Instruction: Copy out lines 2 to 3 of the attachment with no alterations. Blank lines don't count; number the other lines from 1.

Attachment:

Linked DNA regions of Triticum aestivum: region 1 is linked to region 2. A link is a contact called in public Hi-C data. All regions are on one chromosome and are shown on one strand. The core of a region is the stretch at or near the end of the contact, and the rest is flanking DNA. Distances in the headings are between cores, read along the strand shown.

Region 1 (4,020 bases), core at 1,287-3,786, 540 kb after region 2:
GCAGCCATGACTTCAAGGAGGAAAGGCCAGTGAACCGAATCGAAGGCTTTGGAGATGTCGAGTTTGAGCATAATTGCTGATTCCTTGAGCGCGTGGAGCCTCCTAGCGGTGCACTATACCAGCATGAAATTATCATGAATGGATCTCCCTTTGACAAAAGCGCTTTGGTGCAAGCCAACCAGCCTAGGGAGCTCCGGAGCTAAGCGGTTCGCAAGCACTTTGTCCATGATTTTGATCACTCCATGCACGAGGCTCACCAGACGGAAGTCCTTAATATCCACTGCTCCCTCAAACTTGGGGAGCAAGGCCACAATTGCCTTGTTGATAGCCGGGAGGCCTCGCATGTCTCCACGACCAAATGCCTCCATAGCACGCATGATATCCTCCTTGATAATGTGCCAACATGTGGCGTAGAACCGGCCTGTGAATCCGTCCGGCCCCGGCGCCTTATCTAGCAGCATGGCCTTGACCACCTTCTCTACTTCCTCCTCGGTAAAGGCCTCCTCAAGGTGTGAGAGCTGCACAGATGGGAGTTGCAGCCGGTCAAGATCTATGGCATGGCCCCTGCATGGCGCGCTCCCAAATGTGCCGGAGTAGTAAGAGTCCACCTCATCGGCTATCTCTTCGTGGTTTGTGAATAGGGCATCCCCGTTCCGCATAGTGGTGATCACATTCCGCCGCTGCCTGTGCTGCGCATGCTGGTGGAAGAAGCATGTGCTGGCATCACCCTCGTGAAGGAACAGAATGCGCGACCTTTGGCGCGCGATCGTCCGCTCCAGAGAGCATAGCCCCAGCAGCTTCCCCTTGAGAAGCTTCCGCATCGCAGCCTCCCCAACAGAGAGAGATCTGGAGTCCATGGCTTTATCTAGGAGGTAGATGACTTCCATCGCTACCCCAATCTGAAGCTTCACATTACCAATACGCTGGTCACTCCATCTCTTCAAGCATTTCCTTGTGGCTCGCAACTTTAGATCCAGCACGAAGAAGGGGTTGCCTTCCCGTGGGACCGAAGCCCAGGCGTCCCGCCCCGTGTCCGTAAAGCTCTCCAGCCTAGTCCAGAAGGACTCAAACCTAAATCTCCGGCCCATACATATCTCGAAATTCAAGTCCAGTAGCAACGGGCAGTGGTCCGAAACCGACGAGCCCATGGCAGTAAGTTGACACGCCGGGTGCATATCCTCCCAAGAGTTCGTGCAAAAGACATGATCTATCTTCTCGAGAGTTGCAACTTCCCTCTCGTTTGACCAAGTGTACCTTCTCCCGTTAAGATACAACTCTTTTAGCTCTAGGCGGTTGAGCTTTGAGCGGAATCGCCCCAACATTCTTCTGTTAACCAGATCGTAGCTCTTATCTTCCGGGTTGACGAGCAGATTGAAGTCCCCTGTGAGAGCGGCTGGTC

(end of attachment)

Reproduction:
Region 1 (4,020 bases), core at 1,287-3,786, 540 kb after region 2:
GCAGCCATGACTTCAAGGAGGAAAGGCCAGTGAACCGAATCGAAGGCTTTGGAGATGTCGAGTTTGAGCATAATTGCTGATTCCTTGAGCGCGTGGAGCCTCCTAGCGGTGCACTATACCAGCATGAAATTATCATGAATGGATCTCCCTTTGACAAAAGCGCTTTGGTGCAAGCCAACCAGCCTAGGGAGCTCCGGAGCTAAGCGGTTCGCAAGCACTTTGTCCATGATTTTGATCACTCCATGCACGAGGCTCACCAGACGGAAGTCCTTAATATCCACTGCTCCCTCAAACTTGGGGAGCAAGGCCACAATTGCCTTGTTGATAGCCGGGAGGCCTCGCATGTCTCCACGACCAAATGCCTCCATAGCACGCATGATATCCTCCTTGATAATGTGCCAACATGTGGCGTAGAACCGGCCTGTGAATCCGTCCGGCCCCGGCGCCTTATCTAGCAGCATGGCCTTGACCACCTTCTCTACTTCCTCCTCGGTAAAGGCCTCCTCAAGGTGTGAGAGCTGCACAGATGGGAGTTGCAGCCGGTCAAGATCTATGGCATGGCCCCTGCATGGCGCGCTCCCAAATGTGCCGGAGTAGTAAGAGTCCACCTCATCGGCTATCTCTTCGTGGTTTGTGAATAGGGCATCCCCGTTCCGCATAGTGGTGATCACATTCCGCCGCTGCCTGTGCTGCGCATGCTGGTGGAAGAAGCATGTGCTGGCATCACCCTCGTGAAGGAACAGAATGCGCGACCTTTGGCGCGCGATCGTCCGCTCCAGAGAGCATAGCCCCAGCAGCTTCCCCTTGAGAAGCTTCCGCATCGCAGCCTCCCCAACAGAGAGAGATCTGGAGTCCATGGCTTTATCTAGGAGGTAGATGACTTCCATCGCTACCCCAATCTGAAGCTTCACATTACCAATACGCTGGTCACTCCATCTCTTCAAGCATTTCCTTGTGGCTCGCAACTTTAGATCCAGCACGAAGAAGGGGTTGCCTTCCCGTGGGACCGAAGCCCAGGCGTCCCGCCCCGTGTCCGTAAAGCTCTCCAGCCTAGTCCAGAAGGACTCAAACCTAAATCTCCGGCCCATACATATCTCGAAATTCAAGTCCAGTAGCAACGGGCAGTGGTCCGAAACCGACGAGCCCATGGCAGTAAGTTGACACGCCGGGTGCATATCCTCCCAAGAGTTCGTGCAAAAGACATGATCTATCTTCTCGAGAGTTGCAACTTCCCTCTCGTTTGACCAAGTGTACCTTCTCCCGTTAAGATACAACTCTTTTAGCTCTAGGCGGTTGAGCTTTGAGCGGAATCGCCCCAACATTCTTCTGTTAACCAGATCGTAGCTCTTATCTTCCGGGTTGACGAGCAGATTGAAGTCCCCTGTGAGAGCGGCTGGTC